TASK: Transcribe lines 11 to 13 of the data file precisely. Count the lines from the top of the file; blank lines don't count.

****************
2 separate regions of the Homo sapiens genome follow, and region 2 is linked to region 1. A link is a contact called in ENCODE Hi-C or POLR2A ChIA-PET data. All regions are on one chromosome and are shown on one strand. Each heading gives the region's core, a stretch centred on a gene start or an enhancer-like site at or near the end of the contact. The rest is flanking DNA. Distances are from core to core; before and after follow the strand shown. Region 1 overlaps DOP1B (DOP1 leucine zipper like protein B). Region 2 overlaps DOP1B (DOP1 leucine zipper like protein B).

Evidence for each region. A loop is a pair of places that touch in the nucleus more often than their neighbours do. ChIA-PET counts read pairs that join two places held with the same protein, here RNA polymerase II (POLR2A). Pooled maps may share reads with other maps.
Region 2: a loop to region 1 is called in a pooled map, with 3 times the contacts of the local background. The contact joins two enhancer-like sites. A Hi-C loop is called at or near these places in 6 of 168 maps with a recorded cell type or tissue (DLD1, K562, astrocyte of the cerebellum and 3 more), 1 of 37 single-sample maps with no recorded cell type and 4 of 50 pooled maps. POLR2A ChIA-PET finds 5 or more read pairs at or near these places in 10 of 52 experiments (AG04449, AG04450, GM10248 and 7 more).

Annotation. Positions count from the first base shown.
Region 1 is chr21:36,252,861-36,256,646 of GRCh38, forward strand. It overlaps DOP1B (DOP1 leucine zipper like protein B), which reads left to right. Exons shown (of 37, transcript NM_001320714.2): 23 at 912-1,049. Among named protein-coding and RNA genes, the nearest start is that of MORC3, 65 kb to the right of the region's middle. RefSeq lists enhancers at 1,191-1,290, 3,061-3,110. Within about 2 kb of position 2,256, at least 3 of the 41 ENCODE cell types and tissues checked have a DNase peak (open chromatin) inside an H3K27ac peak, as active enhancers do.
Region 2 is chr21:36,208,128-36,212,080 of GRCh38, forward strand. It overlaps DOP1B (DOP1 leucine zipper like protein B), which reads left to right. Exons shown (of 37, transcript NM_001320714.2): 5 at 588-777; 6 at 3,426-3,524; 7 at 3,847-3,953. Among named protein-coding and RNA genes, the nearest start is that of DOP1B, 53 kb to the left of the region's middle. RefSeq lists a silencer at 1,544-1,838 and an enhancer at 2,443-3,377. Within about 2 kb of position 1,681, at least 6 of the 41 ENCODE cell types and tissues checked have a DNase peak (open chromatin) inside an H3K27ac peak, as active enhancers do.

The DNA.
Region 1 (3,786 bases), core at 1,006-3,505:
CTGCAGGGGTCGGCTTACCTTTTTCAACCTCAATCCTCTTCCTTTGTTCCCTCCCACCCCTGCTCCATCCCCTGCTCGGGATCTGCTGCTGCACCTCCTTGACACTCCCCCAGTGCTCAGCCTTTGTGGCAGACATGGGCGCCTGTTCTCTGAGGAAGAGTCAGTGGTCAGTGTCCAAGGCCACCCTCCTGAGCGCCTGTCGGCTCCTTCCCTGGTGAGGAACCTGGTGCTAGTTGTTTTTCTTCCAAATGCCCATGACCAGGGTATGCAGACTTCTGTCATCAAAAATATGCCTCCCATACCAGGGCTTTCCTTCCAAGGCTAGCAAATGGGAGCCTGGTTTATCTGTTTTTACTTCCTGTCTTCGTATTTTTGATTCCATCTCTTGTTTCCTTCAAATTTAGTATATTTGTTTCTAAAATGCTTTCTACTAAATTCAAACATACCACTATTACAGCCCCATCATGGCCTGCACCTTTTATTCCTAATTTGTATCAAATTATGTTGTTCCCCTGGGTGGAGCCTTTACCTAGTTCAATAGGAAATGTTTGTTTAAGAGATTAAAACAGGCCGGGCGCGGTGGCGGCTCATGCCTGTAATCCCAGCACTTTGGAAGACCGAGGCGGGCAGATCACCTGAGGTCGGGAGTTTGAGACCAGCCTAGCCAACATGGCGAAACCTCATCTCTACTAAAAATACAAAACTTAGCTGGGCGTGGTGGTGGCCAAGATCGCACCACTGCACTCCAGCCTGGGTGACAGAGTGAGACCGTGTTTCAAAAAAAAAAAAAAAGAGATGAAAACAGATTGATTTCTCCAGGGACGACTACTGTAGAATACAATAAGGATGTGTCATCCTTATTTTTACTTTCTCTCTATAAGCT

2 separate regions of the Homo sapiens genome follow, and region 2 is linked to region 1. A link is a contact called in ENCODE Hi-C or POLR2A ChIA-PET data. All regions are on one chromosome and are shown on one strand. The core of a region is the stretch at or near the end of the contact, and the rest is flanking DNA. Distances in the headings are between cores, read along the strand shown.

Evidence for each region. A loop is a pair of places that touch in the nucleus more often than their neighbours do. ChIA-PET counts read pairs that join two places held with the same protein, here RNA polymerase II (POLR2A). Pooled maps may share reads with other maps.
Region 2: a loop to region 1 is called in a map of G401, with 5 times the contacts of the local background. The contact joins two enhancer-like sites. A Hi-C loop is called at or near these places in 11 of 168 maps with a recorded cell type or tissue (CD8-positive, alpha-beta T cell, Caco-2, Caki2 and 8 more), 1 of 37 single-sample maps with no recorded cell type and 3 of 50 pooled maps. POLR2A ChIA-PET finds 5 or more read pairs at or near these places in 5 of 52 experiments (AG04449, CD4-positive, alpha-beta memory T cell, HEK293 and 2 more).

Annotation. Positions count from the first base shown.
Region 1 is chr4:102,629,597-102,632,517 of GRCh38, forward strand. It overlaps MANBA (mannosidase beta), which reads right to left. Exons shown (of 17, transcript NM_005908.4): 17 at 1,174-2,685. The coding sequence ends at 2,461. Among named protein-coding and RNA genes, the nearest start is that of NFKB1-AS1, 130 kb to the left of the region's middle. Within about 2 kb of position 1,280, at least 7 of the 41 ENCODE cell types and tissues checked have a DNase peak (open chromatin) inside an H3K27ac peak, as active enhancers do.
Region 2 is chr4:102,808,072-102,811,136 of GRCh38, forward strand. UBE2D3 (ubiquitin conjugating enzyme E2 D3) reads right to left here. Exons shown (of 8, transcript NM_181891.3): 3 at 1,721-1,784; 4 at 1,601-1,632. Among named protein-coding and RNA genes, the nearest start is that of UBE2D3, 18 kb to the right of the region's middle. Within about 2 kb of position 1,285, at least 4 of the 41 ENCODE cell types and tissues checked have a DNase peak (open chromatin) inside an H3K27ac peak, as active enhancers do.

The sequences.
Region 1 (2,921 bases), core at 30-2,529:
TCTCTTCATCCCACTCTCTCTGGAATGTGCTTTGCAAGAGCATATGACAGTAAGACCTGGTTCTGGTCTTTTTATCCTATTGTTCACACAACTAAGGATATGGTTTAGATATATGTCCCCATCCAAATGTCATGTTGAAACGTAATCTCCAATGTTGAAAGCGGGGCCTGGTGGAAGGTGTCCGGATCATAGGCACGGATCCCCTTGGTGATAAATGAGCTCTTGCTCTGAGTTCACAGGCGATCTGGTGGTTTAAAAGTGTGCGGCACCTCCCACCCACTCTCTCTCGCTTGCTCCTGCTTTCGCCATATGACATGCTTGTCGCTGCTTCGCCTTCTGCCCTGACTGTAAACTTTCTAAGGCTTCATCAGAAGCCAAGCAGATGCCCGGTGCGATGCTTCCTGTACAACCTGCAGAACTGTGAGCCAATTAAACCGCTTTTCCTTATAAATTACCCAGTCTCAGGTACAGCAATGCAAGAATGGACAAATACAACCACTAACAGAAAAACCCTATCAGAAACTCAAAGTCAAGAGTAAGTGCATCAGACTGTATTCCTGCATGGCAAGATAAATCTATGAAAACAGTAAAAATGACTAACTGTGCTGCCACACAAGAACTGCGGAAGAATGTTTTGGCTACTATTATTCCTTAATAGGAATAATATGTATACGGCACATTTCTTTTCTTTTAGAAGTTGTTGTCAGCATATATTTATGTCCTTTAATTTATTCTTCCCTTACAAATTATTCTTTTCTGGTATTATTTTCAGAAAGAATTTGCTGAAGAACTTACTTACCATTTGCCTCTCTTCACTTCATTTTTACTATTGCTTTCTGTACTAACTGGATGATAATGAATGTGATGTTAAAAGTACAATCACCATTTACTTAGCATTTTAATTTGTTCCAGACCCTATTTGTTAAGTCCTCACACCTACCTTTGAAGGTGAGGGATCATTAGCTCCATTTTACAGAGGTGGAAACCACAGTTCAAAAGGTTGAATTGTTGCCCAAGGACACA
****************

Evidence for each region. A loop is a pair of places that touch in the nucleus more often than their neighbours do. ChIA-PET counts read pairs that join two places held with the same protein, here RNA polymerase II (POLR2A). Pooled maps may share reads with other maps.
Region 2: a loop to region 1 is called in a map of G401, with 5 times the contacts of the local background. The contact joins two enhancer-like sites. A Hi-C loop is called at or near these places in 11 of 168 maps with a recorded cell type or tissue (CD8-positive, alpha-beta T cell, Caco-2, Caki2 and 8 more), 1 of 37 single-sample maps with no recorded cell type and 3 of 50 pooled maps. POLR2A ChIA-PET finds 5 or more read pairs at or near these places in 5 of 52 experiments (AG04449, CD4-positive, alpha-beta memory T cell, HEK293 and 2 more).

Annotation. Positions count from the first base shown.